Stephen Harper's Omnibus Crime Bill, C-10, passed a couple of days ago. This bill imposes mandatory minimums on non-violent criminals, fewer conditional sentences, harsher sentences for young offenders and will, by all accounts, lead to a higher prison population in Canada.
This Has Already Been Tried - And It FAILED... Miserably
The United States has already gone down this path and there is clear data that these policies have had a negative effect on rehabilitation, recidivism, spending, and society. United States officials have tried to warn Canada and prevent us from making the same mistakes but Justice Minister Rob Nicholson has ignored the sound advice.
Many government officials in Canada have acknowledged that Canada's correctional services are ALREADY under strain and are struggling to provide proper rehabilitative services and health services to the current population. When (it's no longer a matter of 'if') prison populations swell as a result of this bill, the situation will become worse. That is, we will have even MORE prisoners we are unable to rehabilitate and service. We will be sending greater numbers of young, non-violent offenders into a hardened, violent atmosphere that is already to properly rehabilitate the population they already have.
Tough On Crime? Or Dumb On Crime?
The US has warned the Conservatives about the danger of C-10. Eric E. Sterling, who once served as counsel to the U.S. House Judiciary Committee, said imposing long jail terms for minor drug offenses has been a mistake in the U.S. and won't work in Canada. All data agrees with this supposition.
Correctional officers have also been vocal in their opposition to C-10. The president of the National Union of Public and General Employees (NUPGE), James Clancy, recently voiced their position, "When people talk about Harper being tough on crime, I think Bill C-10 demonstrates that the Harper government is dumb on crime."
Democracy Is Endangered By C-10
Experts are against C-10. Correctional officers are against C-10. Most Canadians are against C-10 (CBC voting on the issue has showed that the vast majority of Canadians are opposed). LEgal professionals are against C-10 and warn about the eroding of democracy and public safety. The data unequivocally show C-10 to be a horrible idea. Yet, in the face of all this, C-10 was passed.
One has to ask WHY? Upon asking myself this question, the answers I returned are two-fold.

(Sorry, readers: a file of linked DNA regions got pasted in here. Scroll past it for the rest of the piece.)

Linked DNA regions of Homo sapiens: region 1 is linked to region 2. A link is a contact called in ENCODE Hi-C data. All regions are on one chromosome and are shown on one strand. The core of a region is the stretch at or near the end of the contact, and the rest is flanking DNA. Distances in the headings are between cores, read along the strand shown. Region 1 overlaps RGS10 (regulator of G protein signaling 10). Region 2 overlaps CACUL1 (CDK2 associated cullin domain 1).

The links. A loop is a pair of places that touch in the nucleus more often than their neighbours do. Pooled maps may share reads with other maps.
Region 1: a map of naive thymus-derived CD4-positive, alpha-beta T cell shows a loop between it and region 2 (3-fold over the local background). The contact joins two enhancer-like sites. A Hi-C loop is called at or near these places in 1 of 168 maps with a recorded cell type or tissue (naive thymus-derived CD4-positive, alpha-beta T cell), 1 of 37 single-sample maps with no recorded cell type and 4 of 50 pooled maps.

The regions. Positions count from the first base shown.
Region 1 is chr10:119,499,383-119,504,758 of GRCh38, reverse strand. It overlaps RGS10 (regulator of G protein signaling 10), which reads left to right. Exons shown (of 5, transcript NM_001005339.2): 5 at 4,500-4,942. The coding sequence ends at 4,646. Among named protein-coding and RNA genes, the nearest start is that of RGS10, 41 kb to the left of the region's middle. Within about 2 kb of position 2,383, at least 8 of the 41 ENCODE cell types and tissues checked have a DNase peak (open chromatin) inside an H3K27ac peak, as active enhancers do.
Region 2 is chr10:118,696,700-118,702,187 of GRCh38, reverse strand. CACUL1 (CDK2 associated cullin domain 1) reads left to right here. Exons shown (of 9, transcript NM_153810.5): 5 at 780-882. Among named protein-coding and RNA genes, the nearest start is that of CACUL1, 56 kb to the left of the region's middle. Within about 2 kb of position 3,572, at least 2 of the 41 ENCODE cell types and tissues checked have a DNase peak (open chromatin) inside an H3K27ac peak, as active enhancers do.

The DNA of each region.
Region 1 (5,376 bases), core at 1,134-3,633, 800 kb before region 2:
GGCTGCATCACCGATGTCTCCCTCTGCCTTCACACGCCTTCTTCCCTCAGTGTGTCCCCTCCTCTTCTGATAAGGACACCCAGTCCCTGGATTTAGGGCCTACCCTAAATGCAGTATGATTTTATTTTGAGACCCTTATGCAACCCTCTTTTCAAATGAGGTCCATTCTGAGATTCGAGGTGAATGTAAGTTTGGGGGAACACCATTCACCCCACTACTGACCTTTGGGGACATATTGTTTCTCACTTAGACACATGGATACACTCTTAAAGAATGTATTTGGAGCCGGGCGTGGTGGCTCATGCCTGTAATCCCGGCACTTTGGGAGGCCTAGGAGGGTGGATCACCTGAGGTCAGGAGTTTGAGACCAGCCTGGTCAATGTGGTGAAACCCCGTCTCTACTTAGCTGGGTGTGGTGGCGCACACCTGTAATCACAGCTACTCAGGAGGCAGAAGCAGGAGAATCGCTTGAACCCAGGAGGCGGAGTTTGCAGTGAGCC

1. "Tough on Crime" is an easy political score. It's a politically popular stance. It's a great buzzword. And those who voted against C-10 will and have been accused of being "soft on crime".
2. In the United States, one of the main forces behind the mandatory minimum legislation was the Private Prison Industry. They've spent millions of dollars lobbying congress to pass such laws and have made millions more housing prisoners when the government ran out of places to house inmates.
This is a subversion of democracy. As learned in the U.S., these laws have hurt the inmates, state budgets, correctional officers, and society. Yet these laws were passed after private corporations saw a way to profit. All of society suffers while an industry laughed their way to the bank while subverting democracy.
We can expect the same to happen in Canada as the federal justice minister assures us, that “this is not the end; this is just the beginning of our efforts.” So you can expect the Private Prison Industry to begin re-writing our Criminal Code to ensure overcrowded prisons and maximum corporate profits.
Although I have yet to see the connections between MPs supporting C-10 and personal investments in the Private Prison Industry, I am absolutely certain they are there and implore the mainstream media to investigate and uncover these ties.
Our government has made a horrible decision that flies in the face of all reasonable analysis and the only logical reasons are driven by politics or personal gain at the expense of our country. Our Democracy and Public Safety are threatened by the passing of this bill and there is only one way to protect them - Repeal C-10.